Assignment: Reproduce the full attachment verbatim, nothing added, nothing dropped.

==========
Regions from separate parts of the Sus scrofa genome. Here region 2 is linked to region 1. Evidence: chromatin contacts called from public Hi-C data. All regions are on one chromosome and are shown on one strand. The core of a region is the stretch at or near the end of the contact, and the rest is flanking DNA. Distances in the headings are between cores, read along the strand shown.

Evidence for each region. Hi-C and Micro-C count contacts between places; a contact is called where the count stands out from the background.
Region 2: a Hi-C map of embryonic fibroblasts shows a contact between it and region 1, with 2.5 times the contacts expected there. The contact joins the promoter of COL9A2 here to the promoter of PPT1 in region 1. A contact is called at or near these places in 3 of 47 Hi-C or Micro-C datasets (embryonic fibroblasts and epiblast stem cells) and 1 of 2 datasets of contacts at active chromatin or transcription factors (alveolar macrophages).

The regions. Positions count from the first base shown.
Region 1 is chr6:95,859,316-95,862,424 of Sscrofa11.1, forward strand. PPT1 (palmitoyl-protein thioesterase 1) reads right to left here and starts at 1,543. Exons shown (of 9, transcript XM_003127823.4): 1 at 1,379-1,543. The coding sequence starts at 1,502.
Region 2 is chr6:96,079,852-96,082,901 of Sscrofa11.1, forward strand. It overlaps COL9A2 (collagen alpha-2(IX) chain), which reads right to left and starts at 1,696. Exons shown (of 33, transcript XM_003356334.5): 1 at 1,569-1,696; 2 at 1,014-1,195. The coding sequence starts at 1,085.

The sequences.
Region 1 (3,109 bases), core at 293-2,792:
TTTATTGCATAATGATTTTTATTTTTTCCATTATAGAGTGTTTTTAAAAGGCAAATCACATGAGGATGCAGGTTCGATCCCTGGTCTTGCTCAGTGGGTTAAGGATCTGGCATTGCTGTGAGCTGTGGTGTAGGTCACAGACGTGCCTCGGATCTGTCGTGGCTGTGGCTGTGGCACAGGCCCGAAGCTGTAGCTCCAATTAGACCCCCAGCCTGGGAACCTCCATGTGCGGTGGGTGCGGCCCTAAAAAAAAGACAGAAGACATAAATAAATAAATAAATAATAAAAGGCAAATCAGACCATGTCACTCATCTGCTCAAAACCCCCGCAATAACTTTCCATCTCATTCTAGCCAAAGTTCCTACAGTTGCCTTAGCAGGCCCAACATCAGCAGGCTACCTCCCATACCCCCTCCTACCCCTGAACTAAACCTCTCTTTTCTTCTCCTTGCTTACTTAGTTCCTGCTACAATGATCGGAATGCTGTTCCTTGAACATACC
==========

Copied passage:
Regions from separate parts of the Sus scrofa genome. Here region 2 is linked to region 1. Evidence: chromatin contacts called from public Hi-C data. All regions are on one chromosome and are shown on one strand. The core of a region is the stretch at or near the end of the contact, and the rest is flanking DNA. Distances in the headings are between cores, read along the strand shown.

Evidence for each region. Hi-C and Micro-C count contacts between places; a contact is called where the count stands out from the background.
Region 2: a Hi-C map of embryonic fibroblasts shows a contact between it and region 1, with 2.5 times the contacts expected there. The contact joins the promoter of COL9A2 here to the promoter of PPT1 in region 1. A contact is called at or near these places in 3 of 47 Hi-C or Micro-C datasets (embryonic fibroblasts and epiblast stem cells) and 1 of 2 datasets of contacts at active chromatin or transcription factors (alveolar macrophages).

The regions. Positions count from the first base shown.
Region 1 is chr6:95,859,316-95,862,424 of Sscrofa11.1, forward strand. PPT1 (palmitoyl-protein thioesterase 1) reads right to left here and starts at 1,543. Exons shown (of 9, transcript XM_003127823.4): 1 at 1,379-1,543. The coding sequence starts at 1,502.
Region 2 is chr6:96,079,852-96,082,901 of Sscrofa11.1, forward strand. It overlaps COL9A2 (collagen alpha-2(IX) chain), which reads right to left and starts at 1,696. Exons shown (of 33, transcript XM_003356334.5): 1 at 1,569-1,696; 2 at 1,014-1,195. The coding sequence starts at 1,085.

The sequences.
Region 1 (3,109 bases), core at 293-2,792:
TTTATTGCATAATGATTTTTATTTTTTCCATTATAGAGTGTTTTTAAAAGGCAAATCACATGAGGATGCAGGTTCGATCCCTGGTCTTGCTCAGTGGGTTAAGGATCTGGCATTGCTGTGAGCTGTGGTGTAGGTCACAGACGTGCCTCGGATCTGTCGTGGCTGTGGCTGTGGCACAGGCCCGAAGCTGTAGCTCCAATTAGACCCCCAGCCTGGGAACCTCCATGTGCGGTGGGTGCGGCCCTAAAAAAAAGACAGAAGACATAAATAAATAAATAAATAATAAAAGGCAAATCAGACCATGTCACTCATCTGCTCAAAACCCCCGCAATAACTTTCCATCTCATTCTAGCCAAAGTTCCTACAGTTGCCTTAGCAGGCCCAACATCAGCAGGCTACCTCCCATACCCCCTCCTACCCCTGAACTAAACCTCTCTTTTCTTCTCCTTGCTTACTTAGTTCCTGCTACAATGATCGGAATGCTGTTCCTTGAACATACC